Picture this: You’re sitting in your home or office about to check your email. You press the ‘power-on’ button and it lights up. You hear the computer turn on and everything seems to be running smoothly. You are prompted to the login screen and enter your password, but then realize your computer has frozen. Instead of panicking, you simply reboot the computer, simply to find that this error occurs again…and again…and again. Now, don’t panic. This happens—not too often, but it does happen.
You have the option of doing several things. For one, you can reboot your computer once more. Yes, I know you’re thinking ‘what good will that do when I have already done so five times?’ You’re right—but this time, you won’t be doing it the normal way—you’ll be starting up your computer in safe mode. Safe mode is a method that allows the computer to troubleshoot itself, all in a limited state. It only allows access to certain files and folders, and remains a rather useful way to resolve computer-based issues. By starting windows in safe-mode, you are starting windows the last known best configuration. What this process does is take your computer back to a well-known time period where it was working properly. In my opinion, it is almost similar to a restore-point.
Another thing you can do is repair your installation of windows. Usually, if you are having trouble between the login-screen and the loading of the computer, it may have to do with a file or registry error that doesn’t allow the PC to boot to the regular desktop screen. By repairing windows, you are helping configure these errors without removing or changing other things on your computer.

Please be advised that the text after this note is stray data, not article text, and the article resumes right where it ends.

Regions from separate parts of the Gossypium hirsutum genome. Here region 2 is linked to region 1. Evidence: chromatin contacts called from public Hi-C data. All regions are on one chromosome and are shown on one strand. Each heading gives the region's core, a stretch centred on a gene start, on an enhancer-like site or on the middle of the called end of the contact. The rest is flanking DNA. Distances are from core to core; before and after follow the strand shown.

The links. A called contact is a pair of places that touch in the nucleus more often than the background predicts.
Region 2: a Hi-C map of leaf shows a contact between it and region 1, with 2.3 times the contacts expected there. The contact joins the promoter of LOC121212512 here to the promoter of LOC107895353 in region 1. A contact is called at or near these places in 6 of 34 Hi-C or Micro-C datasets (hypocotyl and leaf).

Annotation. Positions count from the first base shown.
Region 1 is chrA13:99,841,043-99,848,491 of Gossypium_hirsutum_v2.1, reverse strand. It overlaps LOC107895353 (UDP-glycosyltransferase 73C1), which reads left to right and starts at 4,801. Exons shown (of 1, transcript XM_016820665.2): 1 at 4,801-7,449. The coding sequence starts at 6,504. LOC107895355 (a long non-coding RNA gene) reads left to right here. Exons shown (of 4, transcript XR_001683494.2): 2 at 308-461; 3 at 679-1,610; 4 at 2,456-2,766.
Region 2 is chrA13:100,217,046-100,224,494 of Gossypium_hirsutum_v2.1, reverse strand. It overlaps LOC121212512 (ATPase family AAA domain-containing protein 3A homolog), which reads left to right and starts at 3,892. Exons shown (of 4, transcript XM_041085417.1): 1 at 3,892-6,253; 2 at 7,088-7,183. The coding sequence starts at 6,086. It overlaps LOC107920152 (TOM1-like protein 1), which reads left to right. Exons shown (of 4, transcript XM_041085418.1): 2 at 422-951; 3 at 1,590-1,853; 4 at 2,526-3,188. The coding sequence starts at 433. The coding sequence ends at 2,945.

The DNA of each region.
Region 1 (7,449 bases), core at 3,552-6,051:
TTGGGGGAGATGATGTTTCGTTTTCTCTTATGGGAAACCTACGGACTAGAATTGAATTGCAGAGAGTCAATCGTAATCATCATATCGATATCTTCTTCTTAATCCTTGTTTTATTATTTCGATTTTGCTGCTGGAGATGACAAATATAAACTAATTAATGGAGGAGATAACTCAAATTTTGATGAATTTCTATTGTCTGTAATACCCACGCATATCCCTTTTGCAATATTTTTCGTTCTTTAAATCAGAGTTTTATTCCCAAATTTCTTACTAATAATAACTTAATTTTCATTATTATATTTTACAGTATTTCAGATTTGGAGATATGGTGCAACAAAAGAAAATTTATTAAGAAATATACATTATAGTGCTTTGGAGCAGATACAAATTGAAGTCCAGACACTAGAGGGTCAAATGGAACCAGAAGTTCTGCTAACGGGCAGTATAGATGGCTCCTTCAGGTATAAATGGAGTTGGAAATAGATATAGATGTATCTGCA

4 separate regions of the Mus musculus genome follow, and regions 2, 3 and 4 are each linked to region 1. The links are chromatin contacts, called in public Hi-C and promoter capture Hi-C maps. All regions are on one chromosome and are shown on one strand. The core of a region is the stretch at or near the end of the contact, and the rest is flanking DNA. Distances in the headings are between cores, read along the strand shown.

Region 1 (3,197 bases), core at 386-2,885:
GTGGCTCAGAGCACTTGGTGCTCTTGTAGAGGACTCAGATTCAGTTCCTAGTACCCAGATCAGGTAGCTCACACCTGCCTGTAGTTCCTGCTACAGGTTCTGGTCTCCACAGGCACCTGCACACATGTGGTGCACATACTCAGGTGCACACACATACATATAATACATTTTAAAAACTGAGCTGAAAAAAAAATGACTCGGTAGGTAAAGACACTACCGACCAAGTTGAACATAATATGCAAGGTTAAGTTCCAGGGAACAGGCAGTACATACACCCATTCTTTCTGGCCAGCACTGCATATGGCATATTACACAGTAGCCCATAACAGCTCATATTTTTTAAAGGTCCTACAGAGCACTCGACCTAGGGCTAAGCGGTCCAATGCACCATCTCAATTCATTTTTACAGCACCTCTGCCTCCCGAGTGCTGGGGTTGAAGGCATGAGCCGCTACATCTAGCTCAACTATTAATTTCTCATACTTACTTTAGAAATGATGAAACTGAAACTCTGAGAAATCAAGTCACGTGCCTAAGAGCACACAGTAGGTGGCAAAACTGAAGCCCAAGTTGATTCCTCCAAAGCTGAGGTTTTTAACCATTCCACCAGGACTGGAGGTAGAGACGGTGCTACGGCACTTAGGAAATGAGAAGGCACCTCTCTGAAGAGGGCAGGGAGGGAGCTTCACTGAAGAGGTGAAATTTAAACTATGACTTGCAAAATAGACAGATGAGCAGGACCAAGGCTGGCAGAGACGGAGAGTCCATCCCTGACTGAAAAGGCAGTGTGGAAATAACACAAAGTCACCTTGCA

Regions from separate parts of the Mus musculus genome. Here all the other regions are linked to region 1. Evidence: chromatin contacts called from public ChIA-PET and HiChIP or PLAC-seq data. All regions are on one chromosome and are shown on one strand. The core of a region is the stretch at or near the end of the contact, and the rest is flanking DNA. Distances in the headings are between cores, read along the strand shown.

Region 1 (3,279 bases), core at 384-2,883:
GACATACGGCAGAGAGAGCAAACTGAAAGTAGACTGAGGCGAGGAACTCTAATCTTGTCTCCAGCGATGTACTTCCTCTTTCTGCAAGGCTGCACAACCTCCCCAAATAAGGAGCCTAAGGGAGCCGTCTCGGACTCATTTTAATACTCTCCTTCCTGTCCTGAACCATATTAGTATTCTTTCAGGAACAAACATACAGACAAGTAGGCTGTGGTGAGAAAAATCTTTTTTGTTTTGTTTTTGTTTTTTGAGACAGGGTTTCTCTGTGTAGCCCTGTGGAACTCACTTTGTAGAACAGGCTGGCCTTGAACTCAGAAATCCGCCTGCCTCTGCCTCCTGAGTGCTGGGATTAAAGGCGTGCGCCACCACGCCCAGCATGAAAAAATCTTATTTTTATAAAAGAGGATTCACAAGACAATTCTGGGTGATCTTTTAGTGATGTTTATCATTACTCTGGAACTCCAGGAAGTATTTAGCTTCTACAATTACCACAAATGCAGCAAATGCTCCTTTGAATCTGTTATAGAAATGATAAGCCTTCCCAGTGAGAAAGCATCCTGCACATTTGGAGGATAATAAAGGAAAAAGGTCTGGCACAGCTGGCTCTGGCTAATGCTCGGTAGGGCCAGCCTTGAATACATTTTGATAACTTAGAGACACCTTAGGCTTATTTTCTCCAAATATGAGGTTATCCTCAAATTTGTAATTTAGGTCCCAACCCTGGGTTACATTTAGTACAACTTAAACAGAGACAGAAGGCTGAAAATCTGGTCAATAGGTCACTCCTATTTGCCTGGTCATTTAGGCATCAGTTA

Starting your PC in safe mode and then using system restore could undo recent changes to your PC that might’ve affected its ability to boot up. Think about this: mostly all of our daily tasks are done on a computer. Checking email, interacting with others, are just some of the many things we do. Because of so much computer-exposure, something is bound to happen to your computer, where something undesirable loads up or downloads. By taking it back to a restore point, you are simply taking the computer back to a time-frame where everything was working normally. Another thing you can do from here—is scanning your computer for viruses, because many viruses can go undetected.
Of course, sometimes this simple issue can’t be solved by just doing a simple system-restore. There are instances when the damage is so undesirable and great that you simply have to do a clean-install of windows. This won’t happen all the time, but it can happen. Our computers are so exposed to the internet and other interferences that this is bound to happen at least sometime in our lives. Try to keep your computer in good standing with a good anti-virus to maximize its potential. Regularly check you computer’s progress and remove any unnecessary problems that you know are unnecessary. Hopefully with the basic maintenance of your computer, you will be able to have a device that will work smoothly and in your favor, over time.
Fisher, Tim. “How To Troubleshoot Stopping, Freezing, or Reboot Issues During Windows Login.” About.com PC Support. About.com, 2012. Web. 25 Aug. 2012.
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